In the 1940s, a pediatrician from Vienna named Hans Asperger
studied a group of young boys who seemed different from most children.
These boys had social and communication problems similar to those of
children with autism. However, they had average or above average
intelligence and possessed good language skills. Dr. Asperger called this
condition "autistic psychopathy." This condition was widely ignored by
mental health professionals until Dr. Asperger's writings were translated
and published in English approximately ten years ago. Today, autistic
psychopathy is called "Asperger's syndrome." The major behavioral
characteristics of Asperger's syndrome are:|
Although the behavioral symptoms of Asperger's syndrome are well established, very little is known about the disorder's neurobiological roots. Some studies have shown that people diagnosed with autism have abnormalities in the frontal and parietal lobes of their brains. Dr. Declan G. M. Murphy and a team of researchers at St. George's Hospital Medical School in London searched for similar cortical abnormalities in people diagnosed with Asperger's syndrome. They also correlated these differences with the severity of the Asperger's symptoms.
The researchers used a technique called proton magnetic resonance spectroscopy (or "1H-MRS", because "1H" is the chemical symbol for a proton). This method measures the brain's concentration of metabolites ("break down products") involved in energy production. Measuring metabolite concentration gives researchers an overall picture of the state of the neurons in a particular brain area. According to Dr. Murphy, metabolite concentrations measured by 1H-MRS give "an integrated look at how many neurons you have, if they are insulated okay, and if they are functioning metabolically." So abnormalities in metabolite concentrations can indicate many different kinds of neuronal abnormalities. Some autistic patients have abnormal metabolite concentrations in certain brain areas. Until Dr. Murphy's study, no one had used 1H-MRS to look for abnormalities in Asperger's patients.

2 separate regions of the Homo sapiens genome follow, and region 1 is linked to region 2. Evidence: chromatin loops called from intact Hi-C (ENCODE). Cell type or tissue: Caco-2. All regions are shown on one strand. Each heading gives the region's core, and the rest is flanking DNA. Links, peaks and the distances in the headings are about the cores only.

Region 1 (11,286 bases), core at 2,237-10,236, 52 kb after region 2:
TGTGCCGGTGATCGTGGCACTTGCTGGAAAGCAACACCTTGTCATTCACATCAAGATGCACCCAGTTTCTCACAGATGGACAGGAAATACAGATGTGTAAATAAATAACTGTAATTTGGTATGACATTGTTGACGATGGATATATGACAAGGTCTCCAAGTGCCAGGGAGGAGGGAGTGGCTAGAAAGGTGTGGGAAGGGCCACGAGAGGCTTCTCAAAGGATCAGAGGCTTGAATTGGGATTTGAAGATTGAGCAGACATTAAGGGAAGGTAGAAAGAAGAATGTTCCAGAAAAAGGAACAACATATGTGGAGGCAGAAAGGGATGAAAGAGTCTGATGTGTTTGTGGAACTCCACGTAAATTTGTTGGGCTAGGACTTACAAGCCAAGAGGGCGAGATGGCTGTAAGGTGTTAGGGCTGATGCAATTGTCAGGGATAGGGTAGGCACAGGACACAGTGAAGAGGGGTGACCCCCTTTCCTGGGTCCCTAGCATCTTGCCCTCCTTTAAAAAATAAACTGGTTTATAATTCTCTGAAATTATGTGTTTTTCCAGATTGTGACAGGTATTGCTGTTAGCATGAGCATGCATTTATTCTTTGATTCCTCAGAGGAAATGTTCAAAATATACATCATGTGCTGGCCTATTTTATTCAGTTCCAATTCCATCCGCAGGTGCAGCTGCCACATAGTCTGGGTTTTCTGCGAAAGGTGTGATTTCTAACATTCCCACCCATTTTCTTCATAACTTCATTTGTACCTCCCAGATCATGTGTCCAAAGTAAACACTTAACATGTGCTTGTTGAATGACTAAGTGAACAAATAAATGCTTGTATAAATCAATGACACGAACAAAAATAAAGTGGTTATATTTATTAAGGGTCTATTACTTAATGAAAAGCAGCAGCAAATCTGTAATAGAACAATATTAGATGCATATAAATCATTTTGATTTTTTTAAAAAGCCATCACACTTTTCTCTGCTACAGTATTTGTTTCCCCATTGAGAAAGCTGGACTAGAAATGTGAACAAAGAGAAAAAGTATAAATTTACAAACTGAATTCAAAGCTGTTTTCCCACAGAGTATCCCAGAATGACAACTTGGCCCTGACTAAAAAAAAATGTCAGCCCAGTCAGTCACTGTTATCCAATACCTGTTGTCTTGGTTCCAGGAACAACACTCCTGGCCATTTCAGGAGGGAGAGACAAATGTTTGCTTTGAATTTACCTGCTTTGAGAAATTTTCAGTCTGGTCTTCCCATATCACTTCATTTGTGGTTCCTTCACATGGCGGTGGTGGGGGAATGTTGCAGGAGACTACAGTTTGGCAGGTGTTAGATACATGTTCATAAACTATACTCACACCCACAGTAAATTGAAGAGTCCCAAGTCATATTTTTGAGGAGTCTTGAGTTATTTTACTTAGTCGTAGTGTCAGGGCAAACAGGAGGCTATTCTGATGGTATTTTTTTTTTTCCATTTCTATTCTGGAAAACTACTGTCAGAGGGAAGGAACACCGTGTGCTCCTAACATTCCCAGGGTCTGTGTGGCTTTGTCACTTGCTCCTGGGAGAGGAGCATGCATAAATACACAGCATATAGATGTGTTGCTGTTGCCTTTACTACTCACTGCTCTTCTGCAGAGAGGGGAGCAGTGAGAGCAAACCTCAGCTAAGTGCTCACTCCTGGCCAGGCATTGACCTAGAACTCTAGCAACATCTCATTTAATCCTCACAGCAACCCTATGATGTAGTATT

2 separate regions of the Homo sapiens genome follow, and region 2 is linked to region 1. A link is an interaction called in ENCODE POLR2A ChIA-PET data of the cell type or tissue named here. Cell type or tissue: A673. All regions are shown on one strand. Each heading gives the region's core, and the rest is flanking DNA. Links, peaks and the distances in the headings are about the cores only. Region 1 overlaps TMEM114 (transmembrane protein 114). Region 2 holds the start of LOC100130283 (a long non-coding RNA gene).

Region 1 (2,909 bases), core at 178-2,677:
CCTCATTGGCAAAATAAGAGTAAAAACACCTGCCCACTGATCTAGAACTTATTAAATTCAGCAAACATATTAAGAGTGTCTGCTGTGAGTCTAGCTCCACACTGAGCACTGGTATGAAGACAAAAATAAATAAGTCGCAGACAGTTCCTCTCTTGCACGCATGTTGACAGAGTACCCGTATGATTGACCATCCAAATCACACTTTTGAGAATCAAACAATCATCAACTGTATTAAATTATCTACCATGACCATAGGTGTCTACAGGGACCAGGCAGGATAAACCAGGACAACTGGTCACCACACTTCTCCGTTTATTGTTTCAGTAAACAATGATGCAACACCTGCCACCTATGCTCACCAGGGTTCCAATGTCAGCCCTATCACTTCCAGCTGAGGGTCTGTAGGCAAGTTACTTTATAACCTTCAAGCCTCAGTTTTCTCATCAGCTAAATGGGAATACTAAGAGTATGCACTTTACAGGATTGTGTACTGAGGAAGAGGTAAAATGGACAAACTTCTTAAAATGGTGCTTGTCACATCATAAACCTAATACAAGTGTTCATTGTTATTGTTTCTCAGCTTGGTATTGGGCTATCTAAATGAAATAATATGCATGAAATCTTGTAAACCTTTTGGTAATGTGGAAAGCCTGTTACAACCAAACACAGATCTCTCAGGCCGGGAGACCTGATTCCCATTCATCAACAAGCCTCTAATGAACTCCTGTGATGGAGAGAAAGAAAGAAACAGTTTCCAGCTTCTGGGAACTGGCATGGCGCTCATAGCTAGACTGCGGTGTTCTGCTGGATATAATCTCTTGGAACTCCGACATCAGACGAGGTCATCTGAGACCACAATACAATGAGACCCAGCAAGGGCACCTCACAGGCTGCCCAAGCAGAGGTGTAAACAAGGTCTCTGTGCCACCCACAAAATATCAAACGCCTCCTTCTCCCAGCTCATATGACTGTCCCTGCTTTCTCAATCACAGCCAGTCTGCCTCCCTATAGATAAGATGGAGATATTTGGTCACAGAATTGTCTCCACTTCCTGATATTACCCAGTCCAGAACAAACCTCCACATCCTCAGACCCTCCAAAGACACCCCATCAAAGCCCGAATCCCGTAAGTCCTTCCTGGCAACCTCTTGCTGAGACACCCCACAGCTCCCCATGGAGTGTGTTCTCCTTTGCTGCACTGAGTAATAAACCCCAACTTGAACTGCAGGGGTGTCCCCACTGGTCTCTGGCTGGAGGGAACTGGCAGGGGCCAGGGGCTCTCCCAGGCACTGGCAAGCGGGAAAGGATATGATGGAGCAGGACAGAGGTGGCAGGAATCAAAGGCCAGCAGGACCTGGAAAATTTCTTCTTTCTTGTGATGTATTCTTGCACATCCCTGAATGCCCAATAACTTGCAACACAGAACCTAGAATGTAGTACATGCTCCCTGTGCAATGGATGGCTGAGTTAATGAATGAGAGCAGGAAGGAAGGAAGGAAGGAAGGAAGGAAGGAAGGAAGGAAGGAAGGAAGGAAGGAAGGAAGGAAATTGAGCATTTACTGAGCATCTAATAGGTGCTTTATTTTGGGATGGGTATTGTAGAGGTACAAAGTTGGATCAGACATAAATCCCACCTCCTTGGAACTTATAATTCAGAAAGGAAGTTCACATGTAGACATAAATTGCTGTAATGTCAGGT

Dr. Murphy and his colleagues studied 14 people with Asperger's
syndrome and 18 control subjects. In all subjects, metabolite
concentrations were measured in the frontal and
parietal lobes. Also, all subjects took two different tests:
The researchers found that Asperger's subjects had a significantly higher prefrontal lobe concentrations of all metabolites measured. Also, the concentration of one of the metabolites (N-acetylaspartate) was positively correlated with obsessive behavior. The concentration of another metabolite (choline) was positively correlated with social impairment. In other words, the higher the concentration of these chemicals in the subject's prefrontal lobe, the more likely the person was to have a high score on the Yale-Brown or Autism Diagnostic tests. People with highly abnormal prefrontal metabolite concentrations were likely to have highly severe Asperger's symptoms. No differences were found in metabolite concentrations in the parietal lobe.
The authors conclude that Asperger's subjects have neuronal abnormalities in the prefrontal lobe and that these abnormalities are related to the clinical severity of their symptoms. It is not known how these prefrontal neurons are abnormal or how the abnormalities relate to the severity of such symptoms as obsessive behaviors and social difficulties. Future experiments must be performed to answer these remaining questions.
Reference and further information:
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Page prepared by Melissa Lee Phillips
Neuroscience for Kids Consultant